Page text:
A prolific, Russian-speaking ransomware gang has suddenly disappeared from the internet months after executing some of the most high-profile cyberattacks on U.S. targets.
It is unclear why the group's online footprint, including its blog and payment-processing infrastructure, have gone offline, but its absence has prompted questions about whether the U.S. took action just days after President Joe Biden promised consequences for a string of cyberattacks. But ransomware gangs have also been known to voluntarily disband, only to return under a different name.
The group, REvil, is one of the most prolific cybercriminal organizations in the world. It hacked more than 360 U.S. targets in 2021 alone, part of an extortion spree that locks up victims' computers, leading to demands of payment in exchange for a decryptor program and a promise to not leak sensitive files.
The group disappeared from the dark web early Tuesday morning without leaving any known indication why, and the timing is noteworthy. Biden has repeatedly insisted he plans to take some action against ransomware hackers, many of whom are believed to reside in Russia. On Friday, Biden told reporters the U.S. may attack the "servers" used to carry out attacks, but he didn't give specifics.
In May, REvil hacked major meat supplier JBS, encrypting its computers and convincing the company to pay $11 million in exchange for a promise to not leak its files to an extortion blog it kept on the dark web. Over the Fourth of July weekend, the group hacked the software company Kaseya, using its connectivity to the larger internet ecosystem to infect more than 1,500 organizations around the world.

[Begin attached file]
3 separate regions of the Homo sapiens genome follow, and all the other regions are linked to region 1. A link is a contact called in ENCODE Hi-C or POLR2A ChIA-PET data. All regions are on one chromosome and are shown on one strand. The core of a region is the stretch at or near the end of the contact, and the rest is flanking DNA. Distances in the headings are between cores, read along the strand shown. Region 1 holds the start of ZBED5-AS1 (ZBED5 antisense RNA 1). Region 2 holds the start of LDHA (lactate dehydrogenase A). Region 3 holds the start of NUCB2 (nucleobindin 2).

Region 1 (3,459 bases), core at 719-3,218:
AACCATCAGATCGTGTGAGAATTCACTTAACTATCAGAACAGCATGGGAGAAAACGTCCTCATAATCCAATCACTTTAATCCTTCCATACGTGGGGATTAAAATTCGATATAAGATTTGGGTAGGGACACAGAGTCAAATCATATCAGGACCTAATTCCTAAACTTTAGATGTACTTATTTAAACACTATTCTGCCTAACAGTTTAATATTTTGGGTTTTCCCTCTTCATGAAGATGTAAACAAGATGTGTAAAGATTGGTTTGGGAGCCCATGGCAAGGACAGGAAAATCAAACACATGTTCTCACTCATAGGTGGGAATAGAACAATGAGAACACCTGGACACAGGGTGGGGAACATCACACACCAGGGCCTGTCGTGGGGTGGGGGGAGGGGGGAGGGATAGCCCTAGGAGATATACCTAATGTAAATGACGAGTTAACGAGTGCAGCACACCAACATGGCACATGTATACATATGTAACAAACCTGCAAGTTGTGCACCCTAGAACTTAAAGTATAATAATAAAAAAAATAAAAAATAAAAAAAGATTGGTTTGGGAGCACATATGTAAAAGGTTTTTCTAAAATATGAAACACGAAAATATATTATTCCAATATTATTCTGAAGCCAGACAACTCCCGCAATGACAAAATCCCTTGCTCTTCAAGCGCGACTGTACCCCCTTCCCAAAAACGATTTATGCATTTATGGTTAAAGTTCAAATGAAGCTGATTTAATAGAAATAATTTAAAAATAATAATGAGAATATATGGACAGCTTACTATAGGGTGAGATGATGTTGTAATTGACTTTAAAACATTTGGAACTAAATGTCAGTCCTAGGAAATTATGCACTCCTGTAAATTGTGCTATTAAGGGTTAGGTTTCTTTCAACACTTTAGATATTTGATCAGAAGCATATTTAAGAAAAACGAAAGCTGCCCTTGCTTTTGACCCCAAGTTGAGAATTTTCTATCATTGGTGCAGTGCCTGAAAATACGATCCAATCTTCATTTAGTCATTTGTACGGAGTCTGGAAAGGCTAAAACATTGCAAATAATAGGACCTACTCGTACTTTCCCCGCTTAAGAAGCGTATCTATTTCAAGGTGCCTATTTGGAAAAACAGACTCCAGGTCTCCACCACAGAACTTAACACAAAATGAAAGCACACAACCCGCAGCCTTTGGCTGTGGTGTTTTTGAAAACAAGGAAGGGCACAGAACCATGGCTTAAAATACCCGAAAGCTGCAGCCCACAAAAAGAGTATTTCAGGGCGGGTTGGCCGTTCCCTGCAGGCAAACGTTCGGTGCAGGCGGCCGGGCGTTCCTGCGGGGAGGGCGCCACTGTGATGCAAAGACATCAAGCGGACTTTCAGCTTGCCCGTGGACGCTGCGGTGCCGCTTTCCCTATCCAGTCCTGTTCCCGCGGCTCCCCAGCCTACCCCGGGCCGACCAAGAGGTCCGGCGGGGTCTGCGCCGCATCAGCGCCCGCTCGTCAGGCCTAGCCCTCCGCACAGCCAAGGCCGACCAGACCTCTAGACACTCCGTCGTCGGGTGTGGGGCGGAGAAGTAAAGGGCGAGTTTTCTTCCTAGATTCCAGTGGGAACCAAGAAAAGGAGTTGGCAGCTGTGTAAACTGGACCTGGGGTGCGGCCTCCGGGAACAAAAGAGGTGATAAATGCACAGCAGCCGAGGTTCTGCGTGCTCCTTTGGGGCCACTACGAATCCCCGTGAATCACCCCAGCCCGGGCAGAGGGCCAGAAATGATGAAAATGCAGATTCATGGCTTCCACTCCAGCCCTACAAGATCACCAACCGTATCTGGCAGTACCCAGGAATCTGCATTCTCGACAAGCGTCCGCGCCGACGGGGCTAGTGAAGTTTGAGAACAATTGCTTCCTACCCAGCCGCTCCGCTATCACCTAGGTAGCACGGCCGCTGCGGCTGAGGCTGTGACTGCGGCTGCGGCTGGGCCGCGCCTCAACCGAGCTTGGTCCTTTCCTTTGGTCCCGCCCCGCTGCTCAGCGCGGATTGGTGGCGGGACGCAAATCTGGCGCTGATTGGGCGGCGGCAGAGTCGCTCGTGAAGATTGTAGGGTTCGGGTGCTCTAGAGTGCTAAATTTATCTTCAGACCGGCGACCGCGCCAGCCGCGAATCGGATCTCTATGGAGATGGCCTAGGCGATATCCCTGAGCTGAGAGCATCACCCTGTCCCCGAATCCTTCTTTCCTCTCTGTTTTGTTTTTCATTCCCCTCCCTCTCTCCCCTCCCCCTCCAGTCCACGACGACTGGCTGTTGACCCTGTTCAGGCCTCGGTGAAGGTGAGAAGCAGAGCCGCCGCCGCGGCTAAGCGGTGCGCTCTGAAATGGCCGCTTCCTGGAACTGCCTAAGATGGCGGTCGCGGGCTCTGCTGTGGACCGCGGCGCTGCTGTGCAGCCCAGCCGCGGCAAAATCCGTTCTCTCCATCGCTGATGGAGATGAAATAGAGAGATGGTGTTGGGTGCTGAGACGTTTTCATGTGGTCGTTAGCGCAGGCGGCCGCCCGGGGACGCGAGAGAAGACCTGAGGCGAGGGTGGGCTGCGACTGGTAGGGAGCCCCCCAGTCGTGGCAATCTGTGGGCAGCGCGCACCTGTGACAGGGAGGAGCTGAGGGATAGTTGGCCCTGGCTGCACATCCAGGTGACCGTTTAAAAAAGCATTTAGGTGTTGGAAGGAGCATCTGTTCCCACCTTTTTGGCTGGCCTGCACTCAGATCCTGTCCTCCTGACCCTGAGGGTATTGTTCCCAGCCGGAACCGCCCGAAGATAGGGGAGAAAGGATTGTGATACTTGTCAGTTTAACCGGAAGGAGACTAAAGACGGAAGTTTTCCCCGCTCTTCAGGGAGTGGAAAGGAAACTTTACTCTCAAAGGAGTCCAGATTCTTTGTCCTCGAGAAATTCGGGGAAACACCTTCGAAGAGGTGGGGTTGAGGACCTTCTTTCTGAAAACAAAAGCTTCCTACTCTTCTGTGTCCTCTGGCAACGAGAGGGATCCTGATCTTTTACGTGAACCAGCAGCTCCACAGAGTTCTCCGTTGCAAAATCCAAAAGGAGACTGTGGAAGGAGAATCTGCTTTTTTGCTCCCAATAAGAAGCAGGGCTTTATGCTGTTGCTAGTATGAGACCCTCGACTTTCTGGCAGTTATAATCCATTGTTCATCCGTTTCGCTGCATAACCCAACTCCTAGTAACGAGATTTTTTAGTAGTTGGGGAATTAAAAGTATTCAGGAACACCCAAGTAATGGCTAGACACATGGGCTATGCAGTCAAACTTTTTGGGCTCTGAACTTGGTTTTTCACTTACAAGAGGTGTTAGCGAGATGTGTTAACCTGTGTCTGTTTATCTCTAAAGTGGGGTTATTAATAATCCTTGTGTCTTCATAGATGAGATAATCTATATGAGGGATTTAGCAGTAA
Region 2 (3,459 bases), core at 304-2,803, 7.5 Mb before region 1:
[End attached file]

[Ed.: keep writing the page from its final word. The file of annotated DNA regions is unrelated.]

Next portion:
REvil's blog site, as well as other REvil sites used to host decryptor programs and payment processing, were all offline as of around 1 a.m. ET, said Allan Liska, who tracks ransomware groups for the cybersecurity company Recorded Future.
There was no immediate indication of why REvil's sites were taken down. There are dozens, if not hundreds, of active ransomware groups. As members of organized cybercrime, ransomware hackers aren’t always in the same location or even the same country. Sometimes they voluntarily disband, potentially to reorganize under a different name.
U.S. Cyber Command, the arm of the Pentagon in charge of offensive cyberattacks, has in the past reportedly conducted operations to disrupt Russia-affiliated cybercrime, and one of its top lawyers recently wrote an open call for it to turn its aim on ransomware gangs. Spokespeople for both Cyber Command and the White House National Security Council declined to comment on REvil's disappearance.
Biden made addressing ransomware one of his top priorities when meeting Russian President Vladimir Putin in Geneva in June, and he reiterated in his call last week that he wanted Russia to take law enforcement action against cybercriminals that operate there. Russia's Ministry of Foreign Affairs did not respond to request for comment.
In a press conference Wednesday, Kremlin spokesperson Dmitry Peskov made it clear that the Russian government wasn’t taking credit for REvil’s disappearance.
"I do not know which group has disappeared from where," Peskov said.
In a rare interview in March, a de facto spokesperson for REvil who goes by the pseudonym Unknown claimed they would never voluntarily quit ransomware.
Even if the U.S. was able to successfully either knock REvil offline or convince Putin to crack down on it, other ransomware groups are still active, and not all ransomware hackers are in Russia.
In a call Friday afternoon with reporters, a senior administration official, speaking on the condition of anonymity, said the White House's official position is that tackling the problem of Russia harboring ransomware hackers could take at least six months.
"This is more than just a conversation taking place between the two leaders," the official said. "This is a broad campaign, and it won't have an immediate on-off effect, like a light switch."